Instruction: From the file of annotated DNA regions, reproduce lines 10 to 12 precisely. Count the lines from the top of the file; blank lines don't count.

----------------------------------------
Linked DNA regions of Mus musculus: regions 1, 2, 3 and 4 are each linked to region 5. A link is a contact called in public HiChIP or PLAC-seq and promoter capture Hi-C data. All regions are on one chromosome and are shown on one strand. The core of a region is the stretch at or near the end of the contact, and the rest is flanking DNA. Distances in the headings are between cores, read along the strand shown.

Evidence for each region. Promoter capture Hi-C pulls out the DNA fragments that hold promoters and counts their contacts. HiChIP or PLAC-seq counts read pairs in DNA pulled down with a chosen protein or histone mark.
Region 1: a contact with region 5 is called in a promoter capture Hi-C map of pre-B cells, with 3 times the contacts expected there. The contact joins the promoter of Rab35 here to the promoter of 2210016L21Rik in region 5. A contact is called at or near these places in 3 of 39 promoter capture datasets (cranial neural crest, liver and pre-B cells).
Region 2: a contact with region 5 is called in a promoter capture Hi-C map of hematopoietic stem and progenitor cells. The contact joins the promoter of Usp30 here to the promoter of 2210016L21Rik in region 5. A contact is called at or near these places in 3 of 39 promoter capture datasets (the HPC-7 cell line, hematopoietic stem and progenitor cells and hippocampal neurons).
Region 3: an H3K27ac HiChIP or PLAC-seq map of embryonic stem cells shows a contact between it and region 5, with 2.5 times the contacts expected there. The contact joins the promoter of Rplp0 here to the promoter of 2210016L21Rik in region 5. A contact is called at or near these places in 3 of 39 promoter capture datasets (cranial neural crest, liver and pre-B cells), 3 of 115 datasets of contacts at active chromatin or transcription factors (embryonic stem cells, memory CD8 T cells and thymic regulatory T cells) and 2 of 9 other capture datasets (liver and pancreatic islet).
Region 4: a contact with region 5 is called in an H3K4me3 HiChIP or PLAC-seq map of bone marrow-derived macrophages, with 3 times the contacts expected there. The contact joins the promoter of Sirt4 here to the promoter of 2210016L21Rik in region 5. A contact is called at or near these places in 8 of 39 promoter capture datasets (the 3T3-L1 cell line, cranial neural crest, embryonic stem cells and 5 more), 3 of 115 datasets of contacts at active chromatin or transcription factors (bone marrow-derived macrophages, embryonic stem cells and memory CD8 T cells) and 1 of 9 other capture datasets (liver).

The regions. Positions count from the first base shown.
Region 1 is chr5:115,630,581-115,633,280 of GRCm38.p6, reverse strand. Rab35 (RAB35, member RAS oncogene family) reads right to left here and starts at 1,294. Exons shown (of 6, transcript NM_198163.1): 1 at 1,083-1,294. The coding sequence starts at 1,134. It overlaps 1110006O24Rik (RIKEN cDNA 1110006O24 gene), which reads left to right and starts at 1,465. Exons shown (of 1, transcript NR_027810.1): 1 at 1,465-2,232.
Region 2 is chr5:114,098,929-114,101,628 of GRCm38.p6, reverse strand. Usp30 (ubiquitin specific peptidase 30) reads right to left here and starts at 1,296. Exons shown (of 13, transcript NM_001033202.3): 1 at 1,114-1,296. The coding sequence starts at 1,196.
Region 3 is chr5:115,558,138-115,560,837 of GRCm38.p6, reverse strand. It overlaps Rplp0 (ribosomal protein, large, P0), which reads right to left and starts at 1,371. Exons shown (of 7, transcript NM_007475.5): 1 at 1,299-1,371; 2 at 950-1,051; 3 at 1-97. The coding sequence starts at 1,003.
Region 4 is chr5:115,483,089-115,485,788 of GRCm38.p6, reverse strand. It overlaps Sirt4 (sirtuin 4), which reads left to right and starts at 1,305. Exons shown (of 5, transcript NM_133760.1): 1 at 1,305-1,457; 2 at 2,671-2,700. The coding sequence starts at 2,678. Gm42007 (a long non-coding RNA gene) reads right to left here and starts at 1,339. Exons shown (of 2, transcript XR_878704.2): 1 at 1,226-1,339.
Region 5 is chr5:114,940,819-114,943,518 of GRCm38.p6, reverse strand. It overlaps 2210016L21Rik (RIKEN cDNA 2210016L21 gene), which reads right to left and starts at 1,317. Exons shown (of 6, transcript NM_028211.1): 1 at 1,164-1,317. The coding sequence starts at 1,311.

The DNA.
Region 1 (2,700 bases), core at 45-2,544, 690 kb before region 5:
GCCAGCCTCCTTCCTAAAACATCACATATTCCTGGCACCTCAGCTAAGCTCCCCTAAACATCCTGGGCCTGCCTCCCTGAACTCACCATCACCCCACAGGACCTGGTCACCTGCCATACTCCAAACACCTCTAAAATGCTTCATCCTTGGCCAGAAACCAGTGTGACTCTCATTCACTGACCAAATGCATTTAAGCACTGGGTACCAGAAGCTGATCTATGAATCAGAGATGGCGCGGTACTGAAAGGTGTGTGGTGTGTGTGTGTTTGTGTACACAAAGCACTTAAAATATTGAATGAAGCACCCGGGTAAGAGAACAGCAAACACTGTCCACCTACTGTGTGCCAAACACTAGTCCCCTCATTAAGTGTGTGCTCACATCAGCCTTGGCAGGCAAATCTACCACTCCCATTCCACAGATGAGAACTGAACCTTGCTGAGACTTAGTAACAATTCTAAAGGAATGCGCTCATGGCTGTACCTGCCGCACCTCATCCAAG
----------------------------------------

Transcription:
Region 3 is chr5:115,558,138-115,560,837 of GRCm38.p6, reverse strand. It overlaps Rplp0 (ribosomal protein, large, P0), which reads right to left and starts at 1,371. Exons shown (of 7, transcript NM_007475.5): 1 at 1,299-1,371; 2 at 950-1,051; 3 at 1-97. The coding sequence starts at 1,003.
Region 4 is chr5:115,483,089-115,485,788 of GRCm38.p6, reverse strand. It overlaps Sirt4 (sirtuin 4), which reads left to right and starts at 1,305. Exons shown (of 5, transcript NM_133760.1): 1 at 1,305-1,457; 2 at 2,671-2,700. The coding sequence starts at 2,678. Gm42007 (a long non-coding RNA gene) reads right to left here and starts at 1,339. Exons shown (of 2, transcript XR_878704.2): 1 at 1,226-1,339.
Region 5 is chr5:114,940,819-114,943,518 of GRCm38.p6, reverse strand. It overlaps 2210016L21Rik (RIKEN cDNA 2210016L21 gene), which reads right to left and starts at 1,317. Exons shown (of 6, transcript NM_028211.1): 1 at 1,164-1,317. The coding sequence starts at 1,311.